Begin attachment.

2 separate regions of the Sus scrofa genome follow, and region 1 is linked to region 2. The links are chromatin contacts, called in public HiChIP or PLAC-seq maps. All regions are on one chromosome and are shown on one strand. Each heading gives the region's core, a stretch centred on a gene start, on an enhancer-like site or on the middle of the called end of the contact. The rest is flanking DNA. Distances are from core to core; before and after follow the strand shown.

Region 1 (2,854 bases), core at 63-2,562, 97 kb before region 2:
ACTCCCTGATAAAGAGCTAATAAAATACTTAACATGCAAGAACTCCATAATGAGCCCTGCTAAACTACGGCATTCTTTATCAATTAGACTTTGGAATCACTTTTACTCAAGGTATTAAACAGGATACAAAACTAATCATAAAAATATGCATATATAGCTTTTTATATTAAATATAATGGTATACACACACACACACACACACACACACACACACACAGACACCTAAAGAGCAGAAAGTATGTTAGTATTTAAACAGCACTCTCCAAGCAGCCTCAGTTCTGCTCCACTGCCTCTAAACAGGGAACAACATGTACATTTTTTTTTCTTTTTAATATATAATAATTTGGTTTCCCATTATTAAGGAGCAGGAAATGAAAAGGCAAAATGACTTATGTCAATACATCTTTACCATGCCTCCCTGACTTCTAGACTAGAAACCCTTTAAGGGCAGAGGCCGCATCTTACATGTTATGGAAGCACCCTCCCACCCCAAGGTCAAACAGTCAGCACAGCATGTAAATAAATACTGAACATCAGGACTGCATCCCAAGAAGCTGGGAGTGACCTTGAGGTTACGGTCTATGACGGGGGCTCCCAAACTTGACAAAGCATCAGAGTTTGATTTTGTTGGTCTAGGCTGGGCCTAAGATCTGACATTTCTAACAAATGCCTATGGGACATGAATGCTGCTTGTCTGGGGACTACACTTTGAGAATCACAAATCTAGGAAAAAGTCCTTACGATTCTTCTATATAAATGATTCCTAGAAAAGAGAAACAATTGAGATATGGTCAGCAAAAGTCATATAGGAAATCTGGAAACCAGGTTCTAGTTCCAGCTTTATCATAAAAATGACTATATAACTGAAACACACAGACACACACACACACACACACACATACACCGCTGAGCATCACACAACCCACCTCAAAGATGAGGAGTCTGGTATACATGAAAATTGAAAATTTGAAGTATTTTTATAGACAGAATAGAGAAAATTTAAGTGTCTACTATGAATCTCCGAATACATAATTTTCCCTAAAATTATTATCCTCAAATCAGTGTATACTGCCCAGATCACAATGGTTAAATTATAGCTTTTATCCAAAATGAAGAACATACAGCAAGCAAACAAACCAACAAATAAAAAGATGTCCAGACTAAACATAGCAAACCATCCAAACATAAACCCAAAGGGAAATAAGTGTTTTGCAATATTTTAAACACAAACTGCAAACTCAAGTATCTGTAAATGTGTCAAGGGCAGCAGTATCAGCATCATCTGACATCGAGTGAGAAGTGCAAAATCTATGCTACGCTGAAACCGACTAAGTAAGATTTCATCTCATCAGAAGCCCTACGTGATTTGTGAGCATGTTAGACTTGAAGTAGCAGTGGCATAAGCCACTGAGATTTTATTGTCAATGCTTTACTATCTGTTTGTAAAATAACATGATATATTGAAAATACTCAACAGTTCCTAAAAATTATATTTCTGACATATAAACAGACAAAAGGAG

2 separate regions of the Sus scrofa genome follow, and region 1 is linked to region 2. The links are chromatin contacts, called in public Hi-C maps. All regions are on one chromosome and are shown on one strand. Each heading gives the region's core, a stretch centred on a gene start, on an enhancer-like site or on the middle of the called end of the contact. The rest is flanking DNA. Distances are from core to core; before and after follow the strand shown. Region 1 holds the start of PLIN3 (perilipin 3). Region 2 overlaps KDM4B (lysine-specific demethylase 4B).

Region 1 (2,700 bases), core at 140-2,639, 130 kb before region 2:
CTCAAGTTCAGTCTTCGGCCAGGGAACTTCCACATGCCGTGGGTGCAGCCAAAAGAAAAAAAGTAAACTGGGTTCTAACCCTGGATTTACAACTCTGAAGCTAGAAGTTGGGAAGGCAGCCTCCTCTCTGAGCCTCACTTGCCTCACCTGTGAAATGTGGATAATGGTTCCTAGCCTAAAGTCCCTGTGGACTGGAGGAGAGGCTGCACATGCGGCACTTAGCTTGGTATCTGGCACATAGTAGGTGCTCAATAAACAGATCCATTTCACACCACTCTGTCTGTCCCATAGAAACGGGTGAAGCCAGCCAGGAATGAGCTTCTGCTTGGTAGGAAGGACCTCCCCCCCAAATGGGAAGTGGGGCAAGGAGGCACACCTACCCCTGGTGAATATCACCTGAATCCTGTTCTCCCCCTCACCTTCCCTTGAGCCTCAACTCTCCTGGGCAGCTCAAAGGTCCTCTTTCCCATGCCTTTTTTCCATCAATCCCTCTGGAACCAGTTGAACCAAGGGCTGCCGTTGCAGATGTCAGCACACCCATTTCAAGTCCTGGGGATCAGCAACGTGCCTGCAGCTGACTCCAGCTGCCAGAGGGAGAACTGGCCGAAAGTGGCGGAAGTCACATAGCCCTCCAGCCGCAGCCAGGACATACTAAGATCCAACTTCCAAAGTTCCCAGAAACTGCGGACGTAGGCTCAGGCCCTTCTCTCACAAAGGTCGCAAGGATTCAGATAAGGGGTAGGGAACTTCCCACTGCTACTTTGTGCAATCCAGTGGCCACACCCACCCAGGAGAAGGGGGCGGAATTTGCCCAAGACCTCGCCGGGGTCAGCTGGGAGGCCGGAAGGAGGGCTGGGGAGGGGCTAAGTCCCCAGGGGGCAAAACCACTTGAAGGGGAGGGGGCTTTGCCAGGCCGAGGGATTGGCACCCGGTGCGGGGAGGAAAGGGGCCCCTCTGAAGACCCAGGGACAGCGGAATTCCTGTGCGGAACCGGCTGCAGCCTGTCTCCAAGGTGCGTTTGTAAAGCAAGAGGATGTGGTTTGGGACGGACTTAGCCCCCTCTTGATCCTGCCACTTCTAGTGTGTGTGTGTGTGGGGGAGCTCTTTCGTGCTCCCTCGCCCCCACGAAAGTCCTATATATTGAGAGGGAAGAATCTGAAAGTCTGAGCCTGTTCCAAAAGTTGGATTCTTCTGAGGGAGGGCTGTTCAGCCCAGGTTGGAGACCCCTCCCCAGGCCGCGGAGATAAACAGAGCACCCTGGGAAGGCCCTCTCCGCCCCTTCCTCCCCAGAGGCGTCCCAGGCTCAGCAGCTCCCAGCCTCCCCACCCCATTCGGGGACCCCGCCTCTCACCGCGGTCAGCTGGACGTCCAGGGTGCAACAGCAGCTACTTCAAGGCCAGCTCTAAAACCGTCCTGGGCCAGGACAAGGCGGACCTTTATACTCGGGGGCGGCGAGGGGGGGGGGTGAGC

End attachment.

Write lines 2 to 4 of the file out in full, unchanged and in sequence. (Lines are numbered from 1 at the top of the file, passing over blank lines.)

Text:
Region 1 (2,854 bases), core at 63-2,562, 97 kb before region 2:
ACTCCCTGATAAAGAGCTAATAAAATACTTAACATGCAAGAACTCCATAATGAGCCCTGCTAAACTACGGCATTCTTTATCAATTAGACTTTGGAATCACTTTTACTCAAGGTATTAAACAGGATACAAAACTAATCATAAAAATATGCATATATAGCTTTTTATATTAAATATAATGGTATACACACACACACACACACACACACACACACACACAGACACCTAAAGAGCAGAAAGTATGTTAGTATTTAAACAGCACTCTCCAAGCAGCCTCAGTTCTGCTCCACTGCCTCTAAACAGGGAACAACATGTACATTTTTTTTTCTTTTTAATATATAATAATTTGGTTTCCCATTATTAAGGAGCAGGAAATGAAAAGGCAAAATGACTTATGTCAATACATCTTTACCATGCCTCCCTGACTTCTAGACTAGAAACCCTTTAAGGGCAGAGGCCGCATCTTACATGTTATGGAAGCACCCTCCCACCCCAAGGTCAAACAGTCAGCACAGCATGTAAATAAATACTGAACATCAGGACTGCATCCCAAGAAGCTGGGAGTGACCTTGAGGTTACGGTCTATGACGGGGGCTCCCAAACTTGACAAAGCATCAGAGTTTGATTTTGTTGGTCTAGGCTGGGCCTAAGATCTGACATTTCTAACAAATGCCTATGGGACATGAATGCTGCTTGTCTGGGGACTACACTTTGAGAATCACAAATCTAGGAAAAAGTCCTTACGATTCTTCTATATAAATGATTCCTAGAAAAGAGAAACAATTGAGATATGGTCAGCAAAAGTCATATAGGAAATCTGGAAACCAGGTTCTAGTTCCAGCTTTATCATAAAAATGACTATATAACTGAAACACACAGACACACACACACACACACACACATACACCGCTGAGCATCACACAACCCACCTCAAAGATGAGGAGTCTGGTATACATGAAAATTGAAAATTTGAAGTATTTTTATAGACAGAATAGAGAAAATTTAAGTGTCTACTATGAATCTCCGAATACATAATTTTCCCTAAAATTATTATCCTCAAATCAGTGTATACTGCCCAGATCACAATGGTTAAATTATAGCTTTTATCCAAAATGAAGAACATACAGCAAGCAAACAAACCAACAAATAAAAAGATGTCCAGACTAAACATAGCAAACCATCCAAACATAAACCCAAAGGGAAATAAGTGTTTTGCAATATTTTAAACACAAACTGCAAACTCAAGTATCTGTAAATGTGTCAAGGGCAGCAGTATCAGCATCATCTGACATCGAGTGAGAAGTGCAAAATCTATGCTACGCTGAAACCGACTAAGTAAGATTTCATCTCATCAGAAGCCCTACGTGATTTGTGAGCATGTTAGACTTGAAGTAGCAGTGGCATAAGCCACTGAGATTTTATTGTCAATGCTTTACTATCTGTTTGTAAAATAACATGATATATTGAAAATACTCAACAGTTCCTAAAAATTATATTTCTGACATATAAACAGACAAAAGGAG

2 separate regions of the Sus scrofa genome follow, and region 1 is linked to region 2. The links are chromatin contacts, called in public Hi-C maps. All regions are on one chromosome and are shown on one strand. Each heading gives the region's core, a stretch centred on a gene start, on an enhancer-like site or on the middle of the called end of the contact. The rest is flanking DNA. Distances are from core to core; before and after follow the strand shown. Region 1 holds the start of PLIN3 (perilipin 3). Region 2 overlaps KDM4B (lysine-specific demethylase 4B).